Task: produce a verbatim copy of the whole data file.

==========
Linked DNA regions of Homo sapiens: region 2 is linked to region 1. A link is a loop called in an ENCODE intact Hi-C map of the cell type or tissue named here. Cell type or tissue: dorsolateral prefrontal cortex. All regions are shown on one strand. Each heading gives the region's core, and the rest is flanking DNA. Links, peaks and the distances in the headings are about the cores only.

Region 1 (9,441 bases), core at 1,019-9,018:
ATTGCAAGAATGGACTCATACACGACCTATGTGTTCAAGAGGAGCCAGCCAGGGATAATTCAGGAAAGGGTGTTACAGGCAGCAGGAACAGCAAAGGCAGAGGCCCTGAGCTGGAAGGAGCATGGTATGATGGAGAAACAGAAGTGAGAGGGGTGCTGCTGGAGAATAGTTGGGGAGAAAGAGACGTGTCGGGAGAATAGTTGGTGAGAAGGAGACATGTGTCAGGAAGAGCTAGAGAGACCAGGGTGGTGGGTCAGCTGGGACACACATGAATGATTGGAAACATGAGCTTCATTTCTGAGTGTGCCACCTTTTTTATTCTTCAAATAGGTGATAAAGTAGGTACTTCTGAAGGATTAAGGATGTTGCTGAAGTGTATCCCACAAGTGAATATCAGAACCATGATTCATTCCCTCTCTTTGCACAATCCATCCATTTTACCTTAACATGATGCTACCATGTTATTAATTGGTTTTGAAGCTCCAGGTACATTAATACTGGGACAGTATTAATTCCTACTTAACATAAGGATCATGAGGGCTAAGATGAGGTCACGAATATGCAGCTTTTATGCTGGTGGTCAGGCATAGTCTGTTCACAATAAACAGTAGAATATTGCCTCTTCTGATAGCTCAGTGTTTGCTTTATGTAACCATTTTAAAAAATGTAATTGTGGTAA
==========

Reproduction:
Linked DNA regions of Homo sapiens: region 2 is linked to region 1. A link is a loop called in an ENCODE intact Hi-C map of the cell type or tissue named here. Cell type or tissue: dorsolateral prefrontal cortex. All regions are shown on one strand. Each heading gives the region's core, and the rest is flanking DNA. Links, peaks and the distances in the headings are about the cores only.

Region 1 (9,441 bases), core at 1,019-9,018:
ATTGCAAGAATGGACTCATACACGACCTATGTGTTCAAGAGGAGCCAGCCAGGGATAATTCAGGAAAGGGTGTTACAGGCAGCAGGAACAGCAAAGGCAGAGGCCCTGAGCTGGAAGGAGCATGGTATGATGGAGAAACAGAAGTGAGAGGGGTGCTGCTGGAGAATAGTTGGGGAGAAAGAGACGTGTCGGGAGAATAGTTGGTGAGAAGGAGACATGTGTCAGGAAGAGCTAGAGAGACCAGGGTGGTGGGTCAGCTGGGACACACATGAATGATTGGAAACATGAGCTTCATTTCTGAGTGTGCCACCTTTTTTATTCTTCAAATAGGTGATAAAGTAGGTACTTCTGAAGGATTAAGGATGTTGCTGAAGTGTATCCCACAAGTGAATATCAGAACCATGATTCATTCCCTCTCTTTGCACAATCCATCCATTTTACCTTAACATGATGCTACCATGTTATTAATTGGTTTTGAAGCTCCAGGTACATTAATACTGGGACAGTATTAATTCCTACTTAACATAAGGATCATGAGGGCTAAGATGAGGTCACGAATATGCAGCTTTTATGCTGGTGGTCAGGCATAGTCTGTTCACAATAAACAGTAGAATATTGCCTCTTCTGATAGCTCAGTGTTTGCTTTATGTAACCATTTTAAAAAATGTAATTGTGGTAA